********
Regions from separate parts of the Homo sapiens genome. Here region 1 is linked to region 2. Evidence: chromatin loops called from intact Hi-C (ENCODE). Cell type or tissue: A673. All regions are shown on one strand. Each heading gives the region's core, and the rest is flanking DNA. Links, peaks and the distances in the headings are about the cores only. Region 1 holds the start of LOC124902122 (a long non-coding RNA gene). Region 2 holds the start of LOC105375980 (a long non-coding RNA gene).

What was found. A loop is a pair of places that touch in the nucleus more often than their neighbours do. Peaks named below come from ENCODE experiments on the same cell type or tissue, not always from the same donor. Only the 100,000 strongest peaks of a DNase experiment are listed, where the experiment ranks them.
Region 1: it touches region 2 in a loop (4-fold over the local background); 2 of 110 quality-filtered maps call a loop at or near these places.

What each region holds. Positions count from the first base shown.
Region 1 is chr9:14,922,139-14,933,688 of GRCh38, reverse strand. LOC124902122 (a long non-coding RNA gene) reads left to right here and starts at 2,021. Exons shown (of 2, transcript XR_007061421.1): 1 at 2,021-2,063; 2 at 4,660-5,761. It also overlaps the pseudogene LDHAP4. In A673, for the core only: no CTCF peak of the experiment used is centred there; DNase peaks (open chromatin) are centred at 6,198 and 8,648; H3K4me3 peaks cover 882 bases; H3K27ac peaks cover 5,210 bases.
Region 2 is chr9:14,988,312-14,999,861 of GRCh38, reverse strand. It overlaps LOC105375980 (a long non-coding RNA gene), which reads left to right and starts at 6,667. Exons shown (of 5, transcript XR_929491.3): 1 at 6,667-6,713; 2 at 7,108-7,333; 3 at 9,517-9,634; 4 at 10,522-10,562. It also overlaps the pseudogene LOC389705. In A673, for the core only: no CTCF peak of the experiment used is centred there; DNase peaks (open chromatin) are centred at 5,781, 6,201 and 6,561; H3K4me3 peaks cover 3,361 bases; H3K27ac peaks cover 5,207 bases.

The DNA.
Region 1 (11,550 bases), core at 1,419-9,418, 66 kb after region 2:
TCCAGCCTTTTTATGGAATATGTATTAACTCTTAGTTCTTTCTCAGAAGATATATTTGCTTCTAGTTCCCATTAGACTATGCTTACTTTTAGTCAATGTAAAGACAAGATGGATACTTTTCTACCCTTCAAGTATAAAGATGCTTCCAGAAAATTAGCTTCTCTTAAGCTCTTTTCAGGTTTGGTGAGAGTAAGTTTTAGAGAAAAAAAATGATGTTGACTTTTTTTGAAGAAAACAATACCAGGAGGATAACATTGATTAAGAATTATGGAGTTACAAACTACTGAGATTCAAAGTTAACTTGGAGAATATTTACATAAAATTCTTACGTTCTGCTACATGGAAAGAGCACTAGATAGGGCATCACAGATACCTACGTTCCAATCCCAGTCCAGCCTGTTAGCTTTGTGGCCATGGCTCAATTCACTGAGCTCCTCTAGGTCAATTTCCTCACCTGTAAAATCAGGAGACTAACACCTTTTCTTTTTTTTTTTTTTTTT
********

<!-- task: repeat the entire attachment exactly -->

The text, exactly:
Regions from separate parts of the Homo sapiens genome. Here region 1 is linked to region 2. Evidence: chromatin loops called from intact Hi-C (ENCODE). Cell type or tissue: A673. All regions are shown on one strand. Each heading gives the region's core, and the rest is flanking DNA. Links, peaks and the distances in the headings are about the cores only. Region 1 holds the start of LOC124902122 (a long non-coding RNA gene). Region 2 holds the start of LOC105375980 (a long non-coding RNA gene).

What was found. A loop is a pair of places that touch in the nucleus more often than their neighbours do. Peaks named below come from ENCODE experiments on the same cell type or tissue, not always from the same donor. Only the 100,000 strongest peaks of a DNase experiment are listed, where the experiment ranks them.
Region 1: it touches region 2 in a loop (4-fold over the local background); 2 of 110 quality-filtered maps call a loop at or near these places.

What each region holds. Positions count from the first base shown.
Region 1 is chr9:14,922,139-14,933,688 of GRCh38, reverse strand. LOC124902122 (a long non-coding RNA gene) reads left to right here and starts at 2,021. Exons shown (of 2, transcript XR_007061421.1): 1 at 2,021-2,063; 2 at 4,660-5,761. It also overlaps the pseudogene LDHAP4. In A673, for the core only: no CTCF peak of the experiment used is centred there; DNase peaks (open chromatin) are centred at 6,198 and 8,648; H3K4me3 peaks cover 882 bases; H3K27ac peaks cover 5,210 bases.
Region 2 is chr9:14,988,312-14,999,861 of GRCh38, reverse strand. It overlaps LOC105375980 (a long non-coding RNA gene), which reads left to right and starts at 6,667. Exons shown (of 5, transcript XR_929491.3): 1 at 6,667-6,713; 2 at 7,108-7,333; 3 at 9,517-9,634; 4 at 10,522-10,562. It also overlaps the pseudogene LOC389705. In A673, for the core only: no CTCF peak of the experiment used is centred there; DNase peaks (open chromatin) are centred at 5,781, 6,201 and 6,561; H3K4me3 peaks cover 3,361 bases; H3K27ac peaks cover 5,207 bases.

The DNA.
Region 1 (11,550 bases), core at 1,419-9,418, 66 kb after region 2:
TCCAGCCTTTTTATGGAATATGTATTAACTCTTAGTTCTTTCTCAGAAGATATATTTGCTTCTAGTTCCCATTAGACTATGCTTACTTTTAGTCAATGTAAAGACAAGATGGATACTTTTCTACCCTTCAAGTATAAAGATGCTTCCAGAAAATTAGCTTCTCTTAAGCTCTTTTCAGGTTTGGTGAGAGTAAGTTTTAGAGAAAAAAAATGATGTTGACTTTTTTTGAAGAAAACAATACCAGGAGGATAACATTGATTAAGAATTATGGAGTTACAAACTACTGAGATTCAAAGTTAACTTGGAGAATATTTACATAAAATTCTTACGTTCTGCTACATGGAAAGAGCACTAGATAGGGCATCACAGATACCTACGTTCCAATCCCAGTCCAGCCTGTTAGCTTTGTGGCCATGGCTCAATTCACTGAGCTCCTCTAGGTCAATTTCCTCACCTGTAAAATCAGGAGACTAACACCTTTTCTTTTTTTTTTTTTTTTT